- As real estate transactions often require listing agents to play hardball with buyers, especially when buyers submit a request for a reduction in sales price due to deficiencies in the inspection reports, a market shift happens during escrow or when repair requests are presented by the buyer in the eleventh hour with the implications that if the seller does not agree, the buyer will cancel, how do you save the deal without putting your own interests at heart?
An example that sticks out in my mind was a Purplebricks commercial I saw when watching the British Open on national TV.
The commercial showed a man going through a car wash being slapped in the face by the rotating rags.
In the midst of his “stupid-man punishment,” he had an epiphany where the voiceover said, “The misery you feel when you pay too much in commission and get nothing more for your money.”
The tagline was followed by small print that stated, “Based on estimate aggregate seller savings after payment of market rate buyer commission and Purplebricks seller fixed fee, as compared to the applicable local average commission rate. Projected savings apply to seller transaction only.”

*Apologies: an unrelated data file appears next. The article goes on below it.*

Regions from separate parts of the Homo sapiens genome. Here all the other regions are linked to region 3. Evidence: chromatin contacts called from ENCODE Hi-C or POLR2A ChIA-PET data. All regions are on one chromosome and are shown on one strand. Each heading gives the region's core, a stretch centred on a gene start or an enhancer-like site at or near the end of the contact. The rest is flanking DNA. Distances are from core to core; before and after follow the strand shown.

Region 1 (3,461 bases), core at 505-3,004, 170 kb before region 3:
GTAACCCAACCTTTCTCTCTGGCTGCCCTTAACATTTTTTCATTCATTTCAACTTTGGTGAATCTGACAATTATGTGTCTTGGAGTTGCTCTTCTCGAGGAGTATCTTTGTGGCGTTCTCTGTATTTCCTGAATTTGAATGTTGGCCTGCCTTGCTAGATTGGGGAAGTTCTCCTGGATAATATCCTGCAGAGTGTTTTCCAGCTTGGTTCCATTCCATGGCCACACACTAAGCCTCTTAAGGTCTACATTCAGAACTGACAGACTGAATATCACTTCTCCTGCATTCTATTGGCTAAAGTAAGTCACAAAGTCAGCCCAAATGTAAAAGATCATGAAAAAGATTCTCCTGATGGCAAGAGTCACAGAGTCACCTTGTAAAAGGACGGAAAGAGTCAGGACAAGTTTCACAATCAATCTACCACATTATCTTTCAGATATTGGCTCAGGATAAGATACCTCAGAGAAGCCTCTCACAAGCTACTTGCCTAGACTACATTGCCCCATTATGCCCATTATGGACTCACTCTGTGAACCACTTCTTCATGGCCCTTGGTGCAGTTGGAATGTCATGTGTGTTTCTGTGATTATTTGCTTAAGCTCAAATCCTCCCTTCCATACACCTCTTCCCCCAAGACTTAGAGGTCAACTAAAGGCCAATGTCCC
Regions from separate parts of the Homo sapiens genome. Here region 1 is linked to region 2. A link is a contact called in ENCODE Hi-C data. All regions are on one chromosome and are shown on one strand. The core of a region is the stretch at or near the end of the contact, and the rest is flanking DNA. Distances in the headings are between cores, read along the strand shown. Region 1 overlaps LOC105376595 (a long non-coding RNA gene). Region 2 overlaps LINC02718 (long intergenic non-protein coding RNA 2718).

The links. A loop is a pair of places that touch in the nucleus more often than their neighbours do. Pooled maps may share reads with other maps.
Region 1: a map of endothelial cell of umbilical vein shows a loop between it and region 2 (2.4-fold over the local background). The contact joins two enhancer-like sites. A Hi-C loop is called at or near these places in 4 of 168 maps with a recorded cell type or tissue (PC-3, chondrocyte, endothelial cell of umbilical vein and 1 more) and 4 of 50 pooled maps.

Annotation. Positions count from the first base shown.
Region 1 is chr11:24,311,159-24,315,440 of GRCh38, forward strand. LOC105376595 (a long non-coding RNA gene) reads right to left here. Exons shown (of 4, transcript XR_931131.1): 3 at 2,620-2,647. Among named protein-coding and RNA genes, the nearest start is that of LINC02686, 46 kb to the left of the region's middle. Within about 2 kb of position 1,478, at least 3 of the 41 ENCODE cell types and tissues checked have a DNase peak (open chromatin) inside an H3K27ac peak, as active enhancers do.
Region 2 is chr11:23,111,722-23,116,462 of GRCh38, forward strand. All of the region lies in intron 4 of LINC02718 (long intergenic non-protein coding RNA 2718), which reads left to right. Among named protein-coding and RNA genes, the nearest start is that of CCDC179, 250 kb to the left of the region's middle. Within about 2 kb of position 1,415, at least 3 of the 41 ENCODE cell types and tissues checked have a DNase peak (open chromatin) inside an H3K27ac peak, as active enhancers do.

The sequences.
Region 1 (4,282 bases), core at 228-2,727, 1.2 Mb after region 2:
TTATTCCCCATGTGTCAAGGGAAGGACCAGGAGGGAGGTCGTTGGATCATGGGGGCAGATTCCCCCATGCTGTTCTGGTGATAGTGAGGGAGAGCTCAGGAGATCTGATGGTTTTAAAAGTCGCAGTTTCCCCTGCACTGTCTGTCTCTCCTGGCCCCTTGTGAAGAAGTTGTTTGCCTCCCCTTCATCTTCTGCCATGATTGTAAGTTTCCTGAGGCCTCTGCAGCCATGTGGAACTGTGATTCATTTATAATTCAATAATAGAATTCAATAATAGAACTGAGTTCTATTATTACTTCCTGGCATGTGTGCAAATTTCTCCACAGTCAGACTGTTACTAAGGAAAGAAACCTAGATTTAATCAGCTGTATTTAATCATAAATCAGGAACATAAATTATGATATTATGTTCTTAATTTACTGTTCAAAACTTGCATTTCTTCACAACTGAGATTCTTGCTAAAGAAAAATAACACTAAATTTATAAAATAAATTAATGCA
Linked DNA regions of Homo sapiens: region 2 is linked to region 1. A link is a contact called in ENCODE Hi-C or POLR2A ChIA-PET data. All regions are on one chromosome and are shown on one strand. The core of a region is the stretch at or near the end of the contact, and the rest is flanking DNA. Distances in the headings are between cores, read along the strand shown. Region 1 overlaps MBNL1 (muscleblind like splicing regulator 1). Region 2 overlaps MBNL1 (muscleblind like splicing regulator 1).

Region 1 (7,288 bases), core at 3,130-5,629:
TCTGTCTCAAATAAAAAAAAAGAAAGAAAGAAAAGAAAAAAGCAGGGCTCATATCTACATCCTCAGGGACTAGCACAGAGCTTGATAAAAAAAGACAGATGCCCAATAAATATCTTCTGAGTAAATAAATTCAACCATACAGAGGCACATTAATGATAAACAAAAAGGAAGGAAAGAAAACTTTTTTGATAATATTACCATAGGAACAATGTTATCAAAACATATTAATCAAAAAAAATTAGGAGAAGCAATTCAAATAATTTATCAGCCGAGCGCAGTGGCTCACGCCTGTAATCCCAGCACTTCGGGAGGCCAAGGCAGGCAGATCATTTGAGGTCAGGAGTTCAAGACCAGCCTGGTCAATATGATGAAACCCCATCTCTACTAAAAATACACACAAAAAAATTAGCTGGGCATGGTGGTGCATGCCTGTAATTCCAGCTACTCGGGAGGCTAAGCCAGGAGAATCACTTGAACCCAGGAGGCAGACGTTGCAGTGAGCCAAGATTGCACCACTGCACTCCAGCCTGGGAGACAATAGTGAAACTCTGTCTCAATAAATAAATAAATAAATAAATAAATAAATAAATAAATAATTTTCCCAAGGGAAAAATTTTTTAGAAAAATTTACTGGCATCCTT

As I watched this commercial unfold, I couldn’t help but think that its message not only stepped on the lines of “truth in advertising” but also, and more so, it serves as a total disservice to both professionals and uninformed homebuyers and sellers.
It’s impossible to sell a luxury home on a budget of $3,600, and dual agency is not the smartest representation.
The bottom line in discount brokerage or limited-service brokerage is that the numbers don’t add up, and the service does not show up.
Better stated, Uber X is smart savings, and a discount agent with divided interests is not. How can it be when you are dealing with a person’s or family’s most substantial asset? It cannot.
Your only job is to make sure you obtain the highest and best results that this market can offer for your seller without the limitations of only selling to “your” clients in order to get paid.